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I see that somebody has added a page called "Ailerion(s)"... Is that a valid alternate spelling? I think not, but wanted to check. 17:25, 25 Mar 2005 (UTC)

Certainly not an alternative! - Adrian Pingstone 18:22, 25 Mar 2005 (UTC)


Alerion redirects here, apparently as a misspelling. Charge (heraldry) suggests that an alerion is a sort of fantastic bird. I am wondering if the two usages are related. - Smerdis of Tlön 16:49, 6 August 2007 (UTC)

Americans at all costs try to usurp the merit of others for themselves. The patent system torsion of wings (could include all controls roll, except the ailerons, since they were patented by Boulton in 1868. All ailerons built since then was based on the invention of Boulton and not the system torsion of wing the Wright Brothers. — Preceding unsigned comment added by (talk) 20:08, 5 October 2011 (UTC)

Merge tag[edit]

  • oppose I oppose merging this article with Flight controls, especially since it's already pretty long by itself. The merge tag was added by an anonymous account, with no explanation placed here on the talk page, so I suggest simply deleting the tag if the original editor does not bother to come here and explain in the next couple of days. David 01:02, 25 October 2007 (UTC)

I added the merge tag together with the too long tag, because in my view this article really needs to be cut down and subsumed into the flight controls article. In other words, it should be merged because it's too long. —Preceding unsigned comment added by (talk) 23:42, 26 October 2007 (UTC)

    • Thanks for the clarification (and please remember to sign your comments). I disagree with both: the aileron is critical in the development of aviation, has an interesting history, and is controversial (due to the dispute over who invented it) — together, that should be more than enough to justify a short, ~900 word article like the one we have currently. The article seems to have had a lot of work put into it, especially with the animated graphic. David 12:49, 27 October 2007 (UTC)
  • Given the absence of any further discussion, I'm going to remove the too-long and merge tags. This article is not too long by [standards], it covers an important topic in the history of aviation, and it's both carefully detailed and illustrated. David 16:39, 10 November 2007 (UTC)


Is it worth mentioning that the aileron is the primary steering control on most (non-dihedral) aircraft? To the novice, it's not clear why control in the roll axis will bring about a turn, whereas control in the yaw axis usually results only in sideslipping. The answer is that by rolling, a large component of the wing's lift is directed horizontally; this centripetal force causes the turn. —Preceding unsigned comment added by (talk) 19:24, 15 April 2008 (UTC)

It seems incorrect, what you said. The Aileron is NOT the primary steering control. The rudder is the primary steering control, as evidence by the word COORDINATED in the phrase "Coordinated turn." An Aileron roll produces too much compass change and too much altitude change. Too much correction is needed. Every airport has a specific departure procedure chart. Take offs from each runway require specific departure turns. In this situation, an aileron roll might be appropriate because a departure turn requires a severe degree change. So a departure turn doesnt require the precision control that a rudder turn would provide. Additionally, the traffic pattern for arrival requires a procedure turn so a pilot can enter the final approach. Thats another situation, where the pilot can do a roll, for convenience. He is low in altitude, with visual for approach, and theres no navigational concerns for precision turning. ....A typical skill that instructors want to teach their flight students is recovery from a spin and a stall. Spin and Stall requires some yaw, AKA Aileron, use. A very rare and extreme situation would be an immediate roll to avoid hitting an obstruction, be it a building, antenna tower, hillside, or whatever. A heavily loaded cargo transport that has a runway exit between two buildings and cant get enough lift quick enough might need to roll. Marc S, Dania Fl (talk) 14:43, 20 August 2012 (UTC)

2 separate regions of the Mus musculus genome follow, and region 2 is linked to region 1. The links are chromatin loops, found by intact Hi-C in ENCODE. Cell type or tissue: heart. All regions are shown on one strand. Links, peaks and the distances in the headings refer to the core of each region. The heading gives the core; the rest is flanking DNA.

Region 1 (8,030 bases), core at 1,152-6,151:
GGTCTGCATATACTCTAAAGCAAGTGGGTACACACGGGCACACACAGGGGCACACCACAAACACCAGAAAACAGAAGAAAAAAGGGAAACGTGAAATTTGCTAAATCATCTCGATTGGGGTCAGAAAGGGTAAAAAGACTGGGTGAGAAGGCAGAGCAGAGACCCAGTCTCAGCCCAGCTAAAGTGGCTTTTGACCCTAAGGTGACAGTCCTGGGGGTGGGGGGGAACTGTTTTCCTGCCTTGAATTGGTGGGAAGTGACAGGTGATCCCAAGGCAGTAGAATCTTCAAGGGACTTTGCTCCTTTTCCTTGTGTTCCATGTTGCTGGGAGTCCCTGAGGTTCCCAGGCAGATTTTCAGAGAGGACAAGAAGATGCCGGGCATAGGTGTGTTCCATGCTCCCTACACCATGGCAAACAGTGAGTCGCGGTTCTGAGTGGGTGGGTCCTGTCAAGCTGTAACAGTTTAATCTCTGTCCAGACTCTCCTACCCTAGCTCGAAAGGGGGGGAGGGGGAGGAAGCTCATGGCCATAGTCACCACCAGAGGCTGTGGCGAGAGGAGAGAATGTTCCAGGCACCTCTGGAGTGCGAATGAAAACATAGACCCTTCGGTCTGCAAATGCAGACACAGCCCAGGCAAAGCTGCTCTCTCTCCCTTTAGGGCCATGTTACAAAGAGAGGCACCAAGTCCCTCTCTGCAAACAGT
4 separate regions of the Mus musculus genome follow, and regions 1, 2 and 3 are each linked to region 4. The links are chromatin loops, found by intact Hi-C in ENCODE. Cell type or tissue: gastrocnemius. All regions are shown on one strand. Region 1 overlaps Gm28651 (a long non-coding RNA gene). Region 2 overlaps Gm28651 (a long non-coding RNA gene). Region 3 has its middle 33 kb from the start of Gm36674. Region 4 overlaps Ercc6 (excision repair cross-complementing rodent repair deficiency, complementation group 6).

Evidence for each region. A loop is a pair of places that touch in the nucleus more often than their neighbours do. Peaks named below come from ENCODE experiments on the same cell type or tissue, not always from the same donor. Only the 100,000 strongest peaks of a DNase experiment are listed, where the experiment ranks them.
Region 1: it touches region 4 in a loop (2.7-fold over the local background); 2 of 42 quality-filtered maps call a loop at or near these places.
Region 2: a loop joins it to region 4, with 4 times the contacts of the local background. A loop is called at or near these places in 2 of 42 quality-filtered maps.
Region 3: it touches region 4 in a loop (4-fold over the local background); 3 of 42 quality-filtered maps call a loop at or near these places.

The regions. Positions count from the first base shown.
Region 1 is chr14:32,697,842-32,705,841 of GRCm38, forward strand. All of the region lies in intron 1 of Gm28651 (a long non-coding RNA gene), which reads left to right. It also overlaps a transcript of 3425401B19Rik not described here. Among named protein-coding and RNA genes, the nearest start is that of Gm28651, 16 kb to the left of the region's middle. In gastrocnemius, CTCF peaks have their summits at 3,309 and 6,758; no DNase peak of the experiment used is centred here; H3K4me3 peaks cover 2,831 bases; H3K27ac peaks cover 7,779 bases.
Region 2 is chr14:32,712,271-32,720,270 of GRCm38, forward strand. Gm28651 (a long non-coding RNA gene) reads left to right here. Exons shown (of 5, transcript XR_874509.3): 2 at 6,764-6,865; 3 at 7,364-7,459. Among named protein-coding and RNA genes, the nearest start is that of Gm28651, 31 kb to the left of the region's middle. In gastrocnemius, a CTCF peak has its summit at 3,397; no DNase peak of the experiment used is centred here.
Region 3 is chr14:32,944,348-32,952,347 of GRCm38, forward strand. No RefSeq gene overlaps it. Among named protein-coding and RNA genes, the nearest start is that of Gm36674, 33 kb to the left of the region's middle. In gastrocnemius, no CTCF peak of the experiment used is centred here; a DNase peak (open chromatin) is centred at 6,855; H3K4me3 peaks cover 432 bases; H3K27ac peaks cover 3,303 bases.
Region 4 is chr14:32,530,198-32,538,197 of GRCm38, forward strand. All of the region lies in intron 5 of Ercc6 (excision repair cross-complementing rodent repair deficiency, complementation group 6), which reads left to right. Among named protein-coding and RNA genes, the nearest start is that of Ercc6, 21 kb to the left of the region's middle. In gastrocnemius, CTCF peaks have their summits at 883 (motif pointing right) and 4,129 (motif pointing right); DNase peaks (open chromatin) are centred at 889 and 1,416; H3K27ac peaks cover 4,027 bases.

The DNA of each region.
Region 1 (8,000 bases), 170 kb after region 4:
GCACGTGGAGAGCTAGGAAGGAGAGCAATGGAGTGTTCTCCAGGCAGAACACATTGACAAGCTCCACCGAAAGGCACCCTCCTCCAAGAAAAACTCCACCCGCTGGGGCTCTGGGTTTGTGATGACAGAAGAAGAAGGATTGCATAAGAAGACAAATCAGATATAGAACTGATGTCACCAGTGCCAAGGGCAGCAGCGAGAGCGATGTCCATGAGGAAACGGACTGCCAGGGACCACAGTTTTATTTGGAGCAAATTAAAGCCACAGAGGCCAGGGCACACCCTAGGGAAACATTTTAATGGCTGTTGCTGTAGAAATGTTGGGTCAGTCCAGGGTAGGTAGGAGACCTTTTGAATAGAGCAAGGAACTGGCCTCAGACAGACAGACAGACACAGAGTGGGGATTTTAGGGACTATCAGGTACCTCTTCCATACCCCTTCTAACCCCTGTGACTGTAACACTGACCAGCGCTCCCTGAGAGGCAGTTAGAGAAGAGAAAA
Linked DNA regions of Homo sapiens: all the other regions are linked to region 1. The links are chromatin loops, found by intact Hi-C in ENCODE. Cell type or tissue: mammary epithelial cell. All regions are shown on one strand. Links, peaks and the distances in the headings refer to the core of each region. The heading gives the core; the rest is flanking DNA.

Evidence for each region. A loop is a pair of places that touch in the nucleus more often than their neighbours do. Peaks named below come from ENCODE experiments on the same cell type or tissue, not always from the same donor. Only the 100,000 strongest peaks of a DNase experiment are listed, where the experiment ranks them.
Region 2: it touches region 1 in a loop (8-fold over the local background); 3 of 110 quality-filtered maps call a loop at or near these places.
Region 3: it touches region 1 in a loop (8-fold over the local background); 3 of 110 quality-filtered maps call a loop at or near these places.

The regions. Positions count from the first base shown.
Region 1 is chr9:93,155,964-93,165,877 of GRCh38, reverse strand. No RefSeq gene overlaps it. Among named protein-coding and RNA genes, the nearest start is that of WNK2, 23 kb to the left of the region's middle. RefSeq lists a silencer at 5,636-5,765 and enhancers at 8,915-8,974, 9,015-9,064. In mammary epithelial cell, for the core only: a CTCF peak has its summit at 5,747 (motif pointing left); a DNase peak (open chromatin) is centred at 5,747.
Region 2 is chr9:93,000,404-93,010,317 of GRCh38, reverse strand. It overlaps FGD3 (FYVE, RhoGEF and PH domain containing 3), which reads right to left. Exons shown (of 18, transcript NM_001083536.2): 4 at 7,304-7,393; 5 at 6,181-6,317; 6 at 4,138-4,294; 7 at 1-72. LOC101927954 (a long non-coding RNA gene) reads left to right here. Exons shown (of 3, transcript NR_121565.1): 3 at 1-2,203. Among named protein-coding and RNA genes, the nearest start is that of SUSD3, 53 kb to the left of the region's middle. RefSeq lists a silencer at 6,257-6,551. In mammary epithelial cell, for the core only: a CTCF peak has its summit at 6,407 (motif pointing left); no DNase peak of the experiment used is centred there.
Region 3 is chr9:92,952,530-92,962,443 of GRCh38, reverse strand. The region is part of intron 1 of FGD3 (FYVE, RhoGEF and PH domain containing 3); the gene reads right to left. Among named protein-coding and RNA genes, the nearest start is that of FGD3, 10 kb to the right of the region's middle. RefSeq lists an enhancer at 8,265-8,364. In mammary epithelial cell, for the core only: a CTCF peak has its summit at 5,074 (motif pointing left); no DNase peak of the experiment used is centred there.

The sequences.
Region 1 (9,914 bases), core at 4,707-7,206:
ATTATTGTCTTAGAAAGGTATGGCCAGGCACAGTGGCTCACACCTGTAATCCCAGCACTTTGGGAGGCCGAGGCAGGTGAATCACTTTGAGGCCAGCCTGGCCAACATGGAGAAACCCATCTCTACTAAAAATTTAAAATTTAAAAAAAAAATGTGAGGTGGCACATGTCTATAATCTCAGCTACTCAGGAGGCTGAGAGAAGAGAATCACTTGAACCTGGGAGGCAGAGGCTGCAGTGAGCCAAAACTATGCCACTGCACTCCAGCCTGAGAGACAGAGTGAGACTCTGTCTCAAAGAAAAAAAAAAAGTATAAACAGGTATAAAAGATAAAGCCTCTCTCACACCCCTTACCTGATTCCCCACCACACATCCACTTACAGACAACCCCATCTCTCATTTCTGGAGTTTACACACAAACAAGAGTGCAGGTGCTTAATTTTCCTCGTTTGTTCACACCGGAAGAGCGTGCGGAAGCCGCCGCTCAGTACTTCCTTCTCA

In flight, the aileron is the primary means of changing direction. Most airplanes have an interconnection between rudder pedals and the nosewheel (or tailwheel) so while taxying (ie slow speed on the ground) the rudder pedals are the primary means of changing direction. Much of what has been written above by Marc S ( makes no sense to me. Dolphin (t) 23:58, 20 August 2012 (UTC)
In flight, the aileron is the very true means of turn. Suppose a perfect aerobatic aircraft (with no induced effects, neither adverse yaw induced by roll nor roll induced by yaw). In this case any rudder deflection gives only lateral slipping, and no direction change at all. Banking is essential to turn (to oppose the centrifugal force); adverse yaw leading to rudder use (coordinated turn) is only a secondary effect. Plxdesi dec 2012

Spades and weights picture needed[edit]

I've added a couple of sections introducing spades and weights. It might me nice to add a picture of (say) spades and google images has lots of jpg's. Trouble is I don't know what can be used without copyright problems. can a more experienced ed help please? Thanks MarkC 05:22, 23 April 2009 (UTC) —Preceding unsigned comment added by Mbcannell (talkcontribs)